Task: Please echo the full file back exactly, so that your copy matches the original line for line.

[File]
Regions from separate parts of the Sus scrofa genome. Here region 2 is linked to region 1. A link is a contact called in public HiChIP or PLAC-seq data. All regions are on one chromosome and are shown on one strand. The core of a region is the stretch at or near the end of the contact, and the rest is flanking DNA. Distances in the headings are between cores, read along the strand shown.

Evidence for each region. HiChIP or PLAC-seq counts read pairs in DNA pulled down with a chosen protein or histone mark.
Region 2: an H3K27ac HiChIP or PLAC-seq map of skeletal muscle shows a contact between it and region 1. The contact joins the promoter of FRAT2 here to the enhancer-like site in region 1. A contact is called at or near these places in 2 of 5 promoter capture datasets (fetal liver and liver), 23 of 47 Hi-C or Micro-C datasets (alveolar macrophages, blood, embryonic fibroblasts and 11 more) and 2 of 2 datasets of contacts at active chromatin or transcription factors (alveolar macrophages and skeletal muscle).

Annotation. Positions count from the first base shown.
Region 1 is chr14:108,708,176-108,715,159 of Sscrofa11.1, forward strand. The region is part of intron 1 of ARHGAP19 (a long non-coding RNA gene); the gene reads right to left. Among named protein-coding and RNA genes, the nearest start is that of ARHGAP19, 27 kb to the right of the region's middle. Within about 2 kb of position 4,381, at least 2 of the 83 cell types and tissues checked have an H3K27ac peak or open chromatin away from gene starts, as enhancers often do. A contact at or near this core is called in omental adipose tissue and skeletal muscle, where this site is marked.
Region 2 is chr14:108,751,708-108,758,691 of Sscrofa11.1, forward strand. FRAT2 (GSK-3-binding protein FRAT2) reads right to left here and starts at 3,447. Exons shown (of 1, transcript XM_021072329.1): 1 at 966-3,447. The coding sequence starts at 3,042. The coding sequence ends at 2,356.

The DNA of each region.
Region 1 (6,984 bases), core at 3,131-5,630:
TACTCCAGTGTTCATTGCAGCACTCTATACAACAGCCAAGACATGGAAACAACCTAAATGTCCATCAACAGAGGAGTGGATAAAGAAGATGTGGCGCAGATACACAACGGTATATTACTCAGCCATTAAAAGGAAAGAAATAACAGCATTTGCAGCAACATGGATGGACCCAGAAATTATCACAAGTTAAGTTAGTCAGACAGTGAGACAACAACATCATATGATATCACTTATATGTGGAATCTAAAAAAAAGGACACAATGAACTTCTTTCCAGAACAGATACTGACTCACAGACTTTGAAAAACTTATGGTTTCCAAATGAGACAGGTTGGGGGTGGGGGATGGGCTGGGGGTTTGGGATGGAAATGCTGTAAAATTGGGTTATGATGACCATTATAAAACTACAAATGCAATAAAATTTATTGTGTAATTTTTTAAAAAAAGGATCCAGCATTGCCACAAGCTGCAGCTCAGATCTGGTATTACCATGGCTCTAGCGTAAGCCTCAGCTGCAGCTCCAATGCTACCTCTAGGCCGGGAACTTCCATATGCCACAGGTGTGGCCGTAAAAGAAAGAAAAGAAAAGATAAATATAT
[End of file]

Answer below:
Regions from separate parts of the Sus scrofa genome. Here region 2 is linked to region 1. A link is a contact called in public HiChIP or PLAC-seq data. All regions are on one chromosome and are shown on one strand. The core of a region is the stretch at or near the end of the contact, and the rest is flanking DNA. Distances in the headings are between cores, read along the strand shown.

Evidence for each region. HiChIP or PLAC-seq counts read pairs in DNA pulled down with a chosen protein or histone mark.
Region 2: an H3K27ac HiChIP or PLAC-seq map of skeletal muscle shows a contact between it and region 1. The contact joins the promoter of FRAT2 here to the enhancer-like site in region 1. A contact is called at or near these places in 2 of 5 promoter capture datasets (fetal liver and liver), 23 of 47 Hi-C or Micro-C datasets (alveolar macrophages, blood, embryonic fibroblasts and 11 more) and 2 of 2 datasets of contacts at active chromatin or transcription factors (alveolar macrophages and skeletal muscle).

Annotation. Positions count from the first base shown.
Region 1 is chr14:108,708,176-108,715,159 of Sscrofa11.1, forward strand. The region is part of intron 1 of ARHGAP19 (a long non-coding RNA gene); the gene reads right to left. Among named protein-coding and RNA genes, the nearest start is that of ARHGAP19, 27 kb to the right of the region's middle. Within about 2 kb of position 4,381, at least 2 of the 83 cell types and tissues checked have an H3K27ac peak or open chromatin away from gene starts, as enhancers often do. A contact at or near this core is called in omental adipose tissue and skeletal muscle, where this site is marked.
Region 2 is chr14:108,751,708-108,758,691 of Sscrofa11.1, forward strand. FRAT2 (GSK-3-binding protein FRAT2) reads right to left here and starts at 3,447. Exons shown (of 1, transcript XM_021072329.1): 1 at 966-3,447. The coding sequence starts at 3,042. The coding sequence ends at 2,356.

The DNA of each region.
Region 1 (6,984 bases), core at 3,131-5,630:
TACTCCAGTGTTCATTGCAGCACTCTATACAACAGCCAAGACATGGAAACAACCTAAATGTCCATCAACAGAGGAGTGGATAAAGAAGATGTGGCGCAGATACACAACGGTATATTACTCAGCCATTAAAAGGAAAGAAATAACAGCATTTGCAGCAACATGGATGGACCCAGAAATTATCACAAGTTAAGTTAGTCAGACAGTGAGACAACAACATCATATGATATCACTTATATGTGGAATCTAAAAAAAAGGACACAATGAACTTCTTTCCAGAACAGATACTGACTCACAGACTTTGAAAAACTTATGGTTTCCAAATGAGACAGGTTGGGGGTGGGGGATGGGCTGGGGGTTTGGGATGGAAATGCTGTAAAATTGGGTTATGATGACCATTATAAAACTACAAATGCAATAAAATTTATTGTGTAATTTTTTAAAAAAAGGATCCAGCATTGCCACAAGCTGCAGCTCAGATCTGGTATTACCATGGCTCTAGCGTAAGCCTCAGCTGCAGCTCCAATGCTACCTCTAGGCCGGGAACTTCCATATGCCACAGGTGTGGCCGTAAAAGAAAGAAAAGAAAAGATAAATATAT